The fallout from a damaging report that found Gov. Andrew M. Cuomo sexually harassed 11 women widened on Monday when Roberta A. Kaplan, a nationally prominent lawyer with ties to the governor, resigned from Time’s Up, the organization founded by Hollywood women to fight sexual abuse and promote gender equality.
Ms. Kaplan, the chairwoman of Time’s Up and the co-founder of its legal defense fund, was one of several prominent figures whom the report found to be involved in an effort to discredit one of Mr. Cuomo’s alleged victims, and she has continuing legal ties to a former Cuomo aide accused of leading that effort.
“Unfortunately, recent events have made it clear that even our apparent allies in the fight to advance women can turn out to be abusers,” Ms. Kaplan wrote in a letter submitting her resignation from the group. “We have felt the raw, personal and profound pain of that betrayal.”
She said that her work as a practicing lawyer meant that she could not openly answer questions about her involvement with Mr. Cuomo or Melissa DeRosa, the aide to the governor who Ms. Kaplan represented in the attorney general inquiry
Ms. DeRosa, who investigators said had led the effort against Ms. Boylan, announced her resignation from the Cuomo administration on Sunday. She believed the governor no longer had a path to remain in office and she did not want to continue publicly support him, according to two people familiar with her thinking.
The report from the state attorney general’s office found that Ms. Kaplan had reviewed a draft of a disparaging op-ed letter that was aimed at attacking the character of Lindsey Boylan, a former Cuomo aide who was the first to publicly accuse him of sexual harassment.
The op-ed letter was never published. It was part of a broader effort in which Mr. Cuomo and his aides sought counsel from former administration officials including Alphonso David, the president of the Human Rights Campaign, the largest L.G.B.T.Q. political lobbying organization in the country; Tina Tchen, the chief executive of Time’s Up; and the governor’s brother, Chris Cuomo, an anchor on CNN.
All of those figures have come under criticism for their connections to Mr. Cuomo.
The involvement of Mr. David, who previously served as counsel to the governor, has led to calls for his resignation from the Human Rights Campaign. The organization said in a statement on Monday that it had hired a law firm to investigate whether Mr. David’s work on the op-ed aligned with its mission of “fighting for equality and justice for all.”
Mr. David, who has called on Mr. Cuomo to resign, said in a statement that he had no knowledge of “any incidents of misconduct” involving the 11 women in the attorney general’s report.
He also said that he did not sign the op-ed letter about Ms. Boylan, an assertion confirmed by the report, and that he was not involved in leaking her personnel files to reporters in an effort to undermine her.
“I was directed to turn over an electronic copy of a counseling memo regarding a state employee after I left state service, which I was legally obligated to do for a former client,” Mr. David said. “As the report makes clear, I was not involved in any public dissemination of that memo.”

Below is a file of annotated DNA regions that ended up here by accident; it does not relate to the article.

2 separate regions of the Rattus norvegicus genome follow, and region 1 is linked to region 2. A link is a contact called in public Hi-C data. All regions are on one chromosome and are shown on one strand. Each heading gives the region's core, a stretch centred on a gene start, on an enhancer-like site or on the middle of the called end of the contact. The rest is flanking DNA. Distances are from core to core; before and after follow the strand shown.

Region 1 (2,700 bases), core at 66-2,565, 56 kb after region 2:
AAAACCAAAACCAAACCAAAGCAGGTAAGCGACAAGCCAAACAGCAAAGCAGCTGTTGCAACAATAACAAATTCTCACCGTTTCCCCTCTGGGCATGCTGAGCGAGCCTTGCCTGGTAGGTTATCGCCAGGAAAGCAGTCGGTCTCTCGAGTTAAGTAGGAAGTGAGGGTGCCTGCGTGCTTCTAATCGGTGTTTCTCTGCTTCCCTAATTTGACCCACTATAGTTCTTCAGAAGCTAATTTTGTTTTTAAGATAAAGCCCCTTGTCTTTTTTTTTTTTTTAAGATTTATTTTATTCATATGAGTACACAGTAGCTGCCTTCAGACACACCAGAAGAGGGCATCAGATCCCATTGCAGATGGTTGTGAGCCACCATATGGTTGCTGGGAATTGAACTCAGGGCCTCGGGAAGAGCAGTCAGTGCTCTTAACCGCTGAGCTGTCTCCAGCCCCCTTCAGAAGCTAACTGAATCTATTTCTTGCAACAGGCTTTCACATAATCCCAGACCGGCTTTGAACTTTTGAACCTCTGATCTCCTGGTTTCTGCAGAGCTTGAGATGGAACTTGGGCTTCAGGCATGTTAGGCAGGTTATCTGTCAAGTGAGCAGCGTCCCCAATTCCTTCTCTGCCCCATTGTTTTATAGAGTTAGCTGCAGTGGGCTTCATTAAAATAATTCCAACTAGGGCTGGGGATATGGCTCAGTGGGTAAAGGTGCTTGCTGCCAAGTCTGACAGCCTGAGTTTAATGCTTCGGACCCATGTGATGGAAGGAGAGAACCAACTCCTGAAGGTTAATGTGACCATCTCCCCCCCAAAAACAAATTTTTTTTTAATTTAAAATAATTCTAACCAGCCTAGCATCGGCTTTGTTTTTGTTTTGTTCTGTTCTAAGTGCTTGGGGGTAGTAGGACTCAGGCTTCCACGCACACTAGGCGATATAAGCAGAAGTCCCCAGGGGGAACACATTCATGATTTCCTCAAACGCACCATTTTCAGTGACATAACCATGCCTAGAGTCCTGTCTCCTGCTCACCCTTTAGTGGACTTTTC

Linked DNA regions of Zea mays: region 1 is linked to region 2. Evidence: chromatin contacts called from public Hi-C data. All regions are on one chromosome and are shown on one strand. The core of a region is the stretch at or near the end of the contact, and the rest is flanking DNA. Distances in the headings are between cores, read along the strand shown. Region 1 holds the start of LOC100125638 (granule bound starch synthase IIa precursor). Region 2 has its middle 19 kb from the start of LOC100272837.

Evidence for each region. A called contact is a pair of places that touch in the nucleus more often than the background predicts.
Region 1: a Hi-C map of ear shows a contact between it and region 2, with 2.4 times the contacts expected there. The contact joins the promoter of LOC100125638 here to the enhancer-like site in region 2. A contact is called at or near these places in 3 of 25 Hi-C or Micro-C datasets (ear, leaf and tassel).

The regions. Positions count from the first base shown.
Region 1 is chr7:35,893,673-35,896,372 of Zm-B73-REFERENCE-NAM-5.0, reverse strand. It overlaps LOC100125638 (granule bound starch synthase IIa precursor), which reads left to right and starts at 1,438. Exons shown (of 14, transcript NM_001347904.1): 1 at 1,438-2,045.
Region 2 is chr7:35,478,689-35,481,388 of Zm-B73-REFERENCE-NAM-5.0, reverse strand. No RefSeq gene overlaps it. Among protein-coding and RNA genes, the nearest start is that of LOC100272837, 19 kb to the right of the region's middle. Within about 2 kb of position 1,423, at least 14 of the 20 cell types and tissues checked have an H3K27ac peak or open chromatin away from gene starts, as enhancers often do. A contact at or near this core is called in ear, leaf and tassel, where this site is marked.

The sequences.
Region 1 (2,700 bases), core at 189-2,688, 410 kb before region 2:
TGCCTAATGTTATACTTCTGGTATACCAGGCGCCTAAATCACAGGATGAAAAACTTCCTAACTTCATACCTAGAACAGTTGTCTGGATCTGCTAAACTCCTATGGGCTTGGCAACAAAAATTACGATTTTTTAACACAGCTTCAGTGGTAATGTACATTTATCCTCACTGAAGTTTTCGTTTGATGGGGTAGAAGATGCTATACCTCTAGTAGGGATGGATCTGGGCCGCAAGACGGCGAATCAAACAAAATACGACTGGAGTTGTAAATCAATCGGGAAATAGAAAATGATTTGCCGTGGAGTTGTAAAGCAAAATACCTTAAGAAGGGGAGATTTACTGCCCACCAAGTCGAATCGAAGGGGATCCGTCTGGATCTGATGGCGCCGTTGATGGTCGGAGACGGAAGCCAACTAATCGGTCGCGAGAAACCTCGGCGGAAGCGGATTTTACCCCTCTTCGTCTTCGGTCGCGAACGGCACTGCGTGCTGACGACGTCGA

Ms. Kaplan has come under similar scrutiny given the mission of her organization. A prominent attorney who helped win the legalization of gay marriage, she represented the promise of Time’s Up, founded in the wake of the Harvey Weinstein revelations by leading Hollywood figures such as the actress Reese Witherspoon and the star producer Shonda Rhimes. The concept was that high-profile women would be able to use their connections and influence to toughen protections and advance gender equality.
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But the allegations against Mr. Cuomo — an ally of the organization who worked with them to strengthen laws in New York — has called that bargain into question.
On Monday morning, a group of survivors of sexual harassment and assault posted an open letter to board of Time’s Up, saying that the organization had betrayed its ideals. “Time’s Up has abandoned the very people it was supposed to champion,” the letter, which was published on Medium, said. “The board continues to fail to heed the outcry from survivors. Time’s Up is failing all survivors.”
In a statement, Ms. Tchen and the Time’s Up board said they agreed with Ms. Kaplan that her resignation was “the right and appropriate thing to do.”
They also vowed that the organization would make itself more accountable and transparent to the community it sought to represent, though the statement did not provide details.
“We are counting on our sisters and allies not to lose sight of the broader work and let a man’s treachery be overshadowed in any way,” the statement said. “We do not ask for a pass. We ask for perspective.”
Ms. Kaplan was in a particularly awkward position after the report was released last Tuesday. Ms. DeRosa is represented by Ms. Kaplan’s firm, and Ms. DeRosa testified in the attorney general’s inquiry that Ms. Kaplan was her lawyer. Asked by The New York Times if she had ever counseled Ms. DeRosa beyond the op-ed letter, Ms. Kaplan declined to answer.
“Today is a very sad day,” Ms. Kaplan said in an email to The Times. “I will so miss time spent with this board and our sisterhood. Going forward, I hope they will be able to stick together and continue this important work.”